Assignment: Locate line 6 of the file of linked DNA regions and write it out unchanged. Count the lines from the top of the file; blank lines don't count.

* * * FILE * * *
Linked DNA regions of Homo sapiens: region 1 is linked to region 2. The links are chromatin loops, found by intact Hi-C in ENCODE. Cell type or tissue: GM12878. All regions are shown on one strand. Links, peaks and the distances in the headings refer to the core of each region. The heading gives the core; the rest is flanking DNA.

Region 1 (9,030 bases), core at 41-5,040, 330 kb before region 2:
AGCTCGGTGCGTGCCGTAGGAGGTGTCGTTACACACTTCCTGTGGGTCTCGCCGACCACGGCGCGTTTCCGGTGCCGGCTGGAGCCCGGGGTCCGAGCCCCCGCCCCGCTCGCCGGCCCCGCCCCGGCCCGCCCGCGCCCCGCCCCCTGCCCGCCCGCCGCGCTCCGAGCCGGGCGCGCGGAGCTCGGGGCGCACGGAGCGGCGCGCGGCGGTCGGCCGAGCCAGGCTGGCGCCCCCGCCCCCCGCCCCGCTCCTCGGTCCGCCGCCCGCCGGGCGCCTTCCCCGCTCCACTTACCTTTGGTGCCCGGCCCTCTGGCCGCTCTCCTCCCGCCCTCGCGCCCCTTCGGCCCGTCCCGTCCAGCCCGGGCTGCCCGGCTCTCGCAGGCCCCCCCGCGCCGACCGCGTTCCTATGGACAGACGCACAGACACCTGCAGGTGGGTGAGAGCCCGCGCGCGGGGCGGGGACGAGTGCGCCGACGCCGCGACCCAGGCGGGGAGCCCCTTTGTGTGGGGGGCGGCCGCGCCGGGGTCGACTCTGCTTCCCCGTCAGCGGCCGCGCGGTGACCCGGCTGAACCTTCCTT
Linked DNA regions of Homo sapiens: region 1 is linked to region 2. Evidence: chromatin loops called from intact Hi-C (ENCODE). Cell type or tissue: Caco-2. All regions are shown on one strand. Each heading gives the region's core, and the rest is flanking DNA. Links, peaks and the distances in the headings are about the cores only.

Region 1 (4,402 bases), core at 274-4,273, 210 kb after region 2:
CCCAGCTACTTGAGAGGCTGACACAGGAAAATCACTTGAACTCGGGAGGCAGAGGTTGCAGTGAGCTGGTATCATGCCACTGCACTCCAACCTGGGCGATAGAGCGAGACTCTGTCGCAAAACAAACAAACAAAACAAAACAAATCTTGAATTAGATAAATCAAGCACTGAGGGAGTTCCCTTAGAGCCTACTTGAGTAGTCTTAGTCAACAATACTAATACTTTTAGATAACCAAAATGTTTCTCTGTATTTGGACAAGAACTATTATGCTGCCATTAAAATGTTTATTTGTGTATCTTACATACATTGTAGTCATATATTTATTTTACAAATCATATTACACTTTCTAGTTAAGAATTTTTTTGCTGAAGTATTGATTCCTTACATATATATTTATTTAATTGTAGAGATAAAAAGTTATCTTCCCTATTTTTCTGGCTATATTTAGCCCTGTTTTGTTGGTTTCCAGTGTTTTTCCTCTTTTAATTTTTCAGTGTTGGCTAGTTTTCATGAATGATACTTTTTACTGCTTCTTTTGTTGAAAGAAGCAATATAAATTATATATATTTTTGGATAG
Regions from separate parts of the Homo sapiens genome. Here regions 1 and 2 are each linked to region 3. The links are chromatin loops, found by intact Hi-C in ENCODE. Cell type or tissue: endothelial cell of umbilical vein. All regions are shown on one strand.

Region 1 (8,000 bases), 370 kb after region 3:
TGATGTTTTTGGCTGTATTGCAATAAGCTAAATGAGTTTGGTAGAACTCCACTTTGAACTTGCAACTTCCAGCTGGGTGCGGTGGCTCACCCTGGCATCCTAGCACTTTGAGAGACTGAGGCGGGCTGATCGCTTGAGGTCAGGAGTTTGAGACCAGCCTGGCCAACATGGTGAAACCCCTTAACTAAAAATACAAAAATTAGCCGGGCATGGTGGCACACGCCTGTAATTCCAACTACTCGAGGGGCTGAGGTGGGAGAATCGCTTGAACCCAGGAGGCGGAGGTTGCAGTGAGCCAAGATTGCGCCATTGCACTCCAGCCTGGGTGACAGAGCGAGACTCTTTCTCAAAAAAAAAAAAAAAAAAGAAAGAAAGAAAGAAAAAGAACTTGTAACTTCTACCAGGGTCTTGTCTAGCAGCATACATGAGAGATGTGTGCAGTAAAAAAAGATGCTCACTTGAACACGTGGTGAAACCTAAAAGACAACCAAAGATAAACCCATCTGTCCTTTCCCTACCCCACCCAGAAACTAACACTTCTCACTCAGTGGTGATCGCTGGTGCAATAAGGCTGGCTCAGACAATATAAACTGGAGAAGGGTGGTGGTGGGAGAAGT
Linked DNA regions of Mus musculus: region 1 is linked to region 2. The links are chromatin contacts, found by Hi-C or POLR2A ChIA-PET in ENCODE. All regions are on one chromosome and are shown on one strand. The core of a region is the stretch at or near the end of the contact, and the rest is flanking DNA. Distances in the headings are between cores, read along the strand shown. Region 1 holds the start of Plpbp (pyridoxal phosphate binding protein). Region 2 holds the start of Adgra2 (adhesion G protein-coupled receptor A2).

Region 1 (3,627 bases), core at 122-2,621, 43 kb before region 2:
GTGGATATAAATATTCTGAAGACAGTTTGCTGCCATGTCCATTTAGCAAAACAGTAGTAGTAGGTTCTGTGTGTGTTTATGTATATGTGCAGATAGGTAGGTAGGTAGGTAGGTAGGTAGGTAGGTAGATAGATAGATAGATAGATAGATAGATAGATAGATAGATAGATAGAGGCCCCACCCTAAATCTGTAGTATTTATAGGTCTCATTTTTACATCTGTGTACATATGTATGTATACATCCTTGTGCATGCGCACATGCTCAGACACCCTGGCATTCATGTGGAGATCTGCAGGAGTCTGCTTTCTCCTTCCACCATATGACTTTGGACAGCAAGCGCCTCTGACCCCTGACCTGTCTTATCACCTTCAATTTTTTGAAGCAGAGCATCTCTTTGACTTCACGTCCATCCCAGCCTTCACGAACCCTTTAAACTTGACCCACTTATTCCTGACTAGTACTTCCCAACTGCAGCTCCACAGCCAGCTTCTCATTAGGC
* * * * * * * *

CCCAGCTACTTGAGAGGCTGACACAGGAAAATCACTTGAACTCGGGAGGCAGAGGTTGCAGTGAGCTGGTATCATGCCACTGCACTCCAACCTGGGCGATAGAGCGAGACTCTGTCGCAAAACAAACAAACAAAACAAAACAAATCTTGAATTAGATAAATCAAGCACTGAGGGAGTTCCCTTAGAGCCTACTTGAGTAGTCTTAGTCAACAATACTAATACTTTTAGATAACCAAAATGTTTCTCTGTATTTGGACAAGAACTATTATGCTGCCATTAAAATGTTTATTTGTGTATCTTACATACATTGTAGTCATATATTTATTTTACAAATCATATTACACTTTCTAGTTAAGAATTTTTTTGCTGAAGTATTGATTCCTTACATATATATTTATTTAATTGTAGAGATAAAAAGTTATCTTCCCTATTTTTCTGGCTATATTTAGCCCTGTTTTGTTGGTTTCCAGTGTTTTTCCTCTTTTAATTTTTCAGTGTTGGCTAGTTTTCATGAATGATACTTTTTACTGCTTCTTTTGTTGAAAGAAGCAATATAAATTATATATATTTTTGGATAG